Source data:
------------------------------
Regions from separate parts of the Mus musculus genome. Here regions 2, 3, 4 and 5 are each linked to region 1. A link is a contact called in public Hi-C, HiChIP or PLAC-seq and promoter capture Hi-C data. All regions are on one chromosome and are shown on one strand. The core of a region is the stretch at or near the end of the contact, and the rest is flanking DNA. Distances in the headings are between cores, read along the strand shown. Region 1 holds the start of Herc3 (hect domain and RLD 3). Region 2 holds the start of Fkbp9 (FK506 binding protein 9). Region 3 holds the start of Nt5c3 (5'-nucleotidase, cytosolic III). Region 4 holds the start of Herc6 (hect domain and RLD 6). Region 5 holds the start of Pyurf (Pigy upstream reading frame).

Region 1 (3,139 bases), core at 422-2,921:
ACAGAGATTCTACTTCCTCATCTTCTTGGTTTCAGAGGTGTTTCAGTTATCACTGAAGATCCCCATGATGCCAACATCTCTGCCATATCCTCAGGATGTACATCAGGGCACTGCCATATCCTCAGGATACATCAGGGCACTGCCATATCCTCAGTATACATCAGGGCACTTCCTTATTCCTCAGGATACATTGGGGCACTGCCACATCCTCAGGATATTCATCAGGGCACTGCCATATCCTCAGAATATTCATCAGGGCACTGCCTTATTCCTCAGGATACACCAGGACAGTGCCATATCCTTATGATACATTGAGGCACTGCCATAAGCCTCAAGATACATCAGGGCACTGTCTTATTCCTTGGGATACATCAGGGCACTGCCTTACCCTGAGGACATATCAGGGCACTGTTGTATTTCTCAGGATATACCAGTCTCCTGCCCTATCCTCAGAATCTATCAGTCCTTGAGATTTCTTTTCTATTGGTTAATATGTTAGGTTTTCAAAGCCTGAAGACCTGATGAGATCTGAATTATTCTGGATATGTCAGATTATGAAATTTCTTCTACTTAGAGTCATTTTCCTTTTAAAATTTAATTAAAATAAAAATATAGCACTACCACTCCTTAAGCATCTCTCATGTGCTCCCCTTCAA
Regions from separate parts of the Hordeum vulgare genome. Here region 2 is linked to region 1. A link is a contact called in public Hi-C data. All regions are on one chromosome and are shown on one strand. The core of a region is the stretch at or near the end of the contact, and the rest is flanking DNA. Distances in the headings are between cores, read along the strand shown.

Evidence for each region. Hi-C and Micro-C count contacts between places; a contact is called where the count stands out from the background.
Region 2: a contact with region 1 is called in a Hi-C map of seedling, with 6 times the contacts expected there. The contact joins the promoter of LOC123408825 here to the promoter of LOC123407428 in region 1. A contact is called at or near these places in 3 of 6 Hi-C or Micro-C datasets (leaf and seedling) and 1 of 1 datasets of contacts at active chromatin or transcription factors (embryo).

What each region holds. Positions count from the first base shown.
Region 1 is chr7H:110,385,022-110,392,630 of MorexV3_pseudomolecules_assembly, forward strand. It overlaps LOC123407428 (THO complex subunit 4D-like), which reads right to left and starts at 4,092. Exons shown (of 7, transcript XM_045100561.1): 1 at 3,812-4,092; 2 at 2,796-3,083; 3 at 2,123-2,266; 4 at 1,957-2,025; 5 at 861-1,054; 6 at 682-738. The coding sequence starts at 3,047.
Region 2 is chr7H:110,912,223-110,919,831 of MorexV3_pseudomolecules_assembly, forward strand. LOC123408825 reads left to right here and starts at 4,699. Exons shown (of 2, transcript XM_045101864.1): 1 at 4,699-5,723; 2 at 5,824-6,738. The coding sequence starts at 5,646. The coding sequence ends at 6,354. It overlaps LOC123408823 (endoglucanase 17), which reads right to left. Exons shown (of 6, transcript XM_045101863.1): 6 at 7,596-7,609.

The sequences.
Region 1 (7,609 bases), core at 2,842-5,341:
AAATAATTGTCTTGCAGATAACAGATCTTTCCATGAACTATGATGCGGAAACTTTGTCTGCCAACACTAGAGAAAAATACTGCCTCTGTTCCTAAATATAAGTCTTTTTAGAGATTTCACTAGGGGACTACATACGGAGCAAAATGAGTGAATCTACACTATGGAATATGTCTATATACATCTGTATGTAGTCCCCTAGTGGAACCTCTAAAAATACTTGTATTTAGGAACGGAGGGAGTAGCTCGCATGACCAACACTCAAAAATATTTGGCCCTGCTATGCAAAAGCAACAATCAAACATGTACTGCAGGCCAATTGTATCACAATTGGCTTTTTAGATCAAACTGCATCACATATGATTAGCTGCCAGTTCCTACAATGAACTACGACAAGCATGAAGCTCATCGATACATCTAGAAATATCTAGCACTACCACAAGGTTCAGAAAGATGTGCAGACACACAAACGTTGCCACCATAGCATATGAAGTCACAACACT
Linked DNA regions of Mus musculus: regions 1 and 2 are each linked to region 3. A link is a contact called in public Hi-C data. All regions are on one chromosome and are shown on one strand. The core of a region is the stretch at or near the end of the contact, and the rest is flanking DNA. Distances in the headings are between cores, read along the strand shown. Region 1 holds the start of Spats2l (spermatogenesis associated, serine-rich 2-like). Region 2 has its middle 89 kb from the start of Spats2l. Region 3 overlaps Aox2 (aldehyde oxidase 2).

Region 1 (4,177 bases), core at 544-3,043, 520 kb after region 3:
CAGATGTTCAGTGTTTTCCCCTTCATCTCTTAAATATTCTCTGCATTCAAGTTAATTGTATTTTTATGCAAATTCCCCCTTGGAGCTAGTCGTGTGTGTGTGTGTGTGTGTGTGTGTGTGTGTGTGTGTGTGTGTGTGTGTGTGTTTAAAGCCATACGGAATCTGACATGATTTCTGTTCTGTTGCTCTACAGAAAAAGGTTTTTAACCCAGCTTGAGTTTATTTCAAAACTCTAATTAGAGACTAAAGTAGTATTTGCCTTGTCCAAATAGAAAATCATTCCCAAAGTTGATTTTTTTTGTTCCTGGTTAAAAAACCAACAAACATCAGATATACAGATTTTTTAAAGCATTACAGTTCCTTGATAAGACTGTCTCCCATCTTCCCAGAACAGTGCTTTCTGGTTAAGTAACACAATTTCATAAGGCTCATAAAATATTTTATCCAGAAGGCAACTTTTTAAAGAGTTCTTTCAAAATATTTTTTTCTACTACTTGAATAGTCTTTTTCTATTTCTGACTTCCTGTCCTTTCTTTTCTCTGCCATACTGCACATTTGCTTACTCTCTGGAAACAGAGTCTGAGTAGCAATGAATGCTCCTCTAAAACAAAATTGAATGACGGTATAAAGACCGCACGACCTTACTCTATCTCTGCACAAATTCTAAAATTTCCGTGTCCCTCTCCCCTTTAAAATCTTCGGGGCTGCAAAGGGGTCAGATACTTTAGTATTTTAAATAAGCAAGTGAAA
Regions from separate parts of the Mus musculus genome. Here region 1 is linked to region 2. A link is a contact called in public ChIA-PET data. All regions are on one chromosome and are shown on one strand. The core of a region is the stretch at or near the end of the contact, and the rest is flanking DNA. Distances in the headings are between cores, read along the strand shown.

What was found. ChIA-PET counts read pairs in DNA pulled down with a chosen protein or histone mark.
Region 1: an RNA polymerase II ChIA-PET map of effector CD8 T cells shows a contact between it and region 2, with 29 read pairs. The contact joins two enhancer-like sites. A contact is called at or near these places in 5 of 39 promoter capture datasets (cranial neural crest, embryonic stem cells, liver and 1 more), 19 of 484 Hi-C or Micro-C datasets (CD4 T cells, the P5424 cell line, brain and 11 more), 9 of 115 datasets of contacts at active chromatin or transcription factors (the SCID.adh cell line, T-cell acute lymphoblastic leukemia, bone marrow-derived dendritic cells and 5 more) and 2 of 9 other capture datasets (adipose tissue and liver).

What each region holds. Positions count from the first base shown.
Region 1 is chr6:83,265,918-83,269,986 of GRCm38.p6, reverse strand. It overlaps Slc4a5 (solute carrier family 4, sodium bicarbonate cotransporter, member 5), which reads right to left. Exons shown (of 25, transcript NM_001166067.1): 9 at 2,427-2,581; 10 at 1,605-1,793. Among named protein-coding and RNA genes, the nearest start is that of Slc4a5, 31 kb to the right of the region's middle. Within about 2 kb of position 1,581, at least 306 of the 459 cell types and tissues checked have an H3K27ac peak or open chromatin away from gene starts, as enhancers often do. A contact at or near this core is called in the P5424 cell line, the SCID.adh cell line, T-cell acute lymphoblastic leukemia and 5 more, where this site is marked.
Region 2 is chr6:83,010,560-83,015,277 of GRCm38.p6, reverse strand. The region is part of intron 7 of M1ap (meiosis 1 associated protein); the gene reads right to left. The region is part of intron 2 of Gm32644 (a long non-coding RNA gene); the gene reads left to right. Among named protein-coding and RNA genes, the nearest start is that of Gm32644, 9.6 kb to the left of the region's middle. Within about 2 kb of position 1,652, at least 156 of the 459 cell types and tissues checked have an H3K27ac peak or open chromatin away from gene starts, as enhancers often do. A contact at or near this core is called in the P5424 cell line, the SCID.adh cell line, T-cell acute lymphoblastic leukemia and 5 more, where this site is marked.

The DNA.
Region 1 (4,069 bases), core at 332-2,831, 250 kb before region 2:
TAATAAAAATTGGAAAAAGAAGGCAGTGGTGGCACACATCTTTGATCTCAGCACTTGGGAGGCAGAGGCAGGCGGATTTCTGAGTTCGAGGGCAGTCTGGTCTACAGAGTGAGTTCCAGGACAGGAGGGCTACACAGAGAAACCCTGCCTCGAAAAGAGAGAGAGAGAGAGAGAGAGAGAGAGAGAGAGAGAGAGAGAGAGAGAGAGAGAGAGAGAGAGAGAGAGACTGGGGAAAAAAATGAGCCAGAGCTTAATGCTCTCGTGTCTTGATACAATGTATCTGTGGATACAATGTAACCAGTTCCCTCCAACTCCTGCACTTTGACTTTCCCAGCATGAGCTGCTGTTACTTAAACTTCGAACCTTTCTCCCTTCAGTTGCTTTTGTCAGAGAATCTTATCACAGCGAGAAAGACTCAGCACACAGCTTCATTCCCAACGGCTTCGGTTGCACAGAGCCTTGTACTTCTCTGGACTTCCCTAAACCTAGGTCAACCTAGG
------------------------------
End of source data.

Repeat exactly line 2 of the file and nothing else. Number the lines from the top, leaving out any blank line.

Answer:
Region 1 (3,139 bases), core at 422-2,921: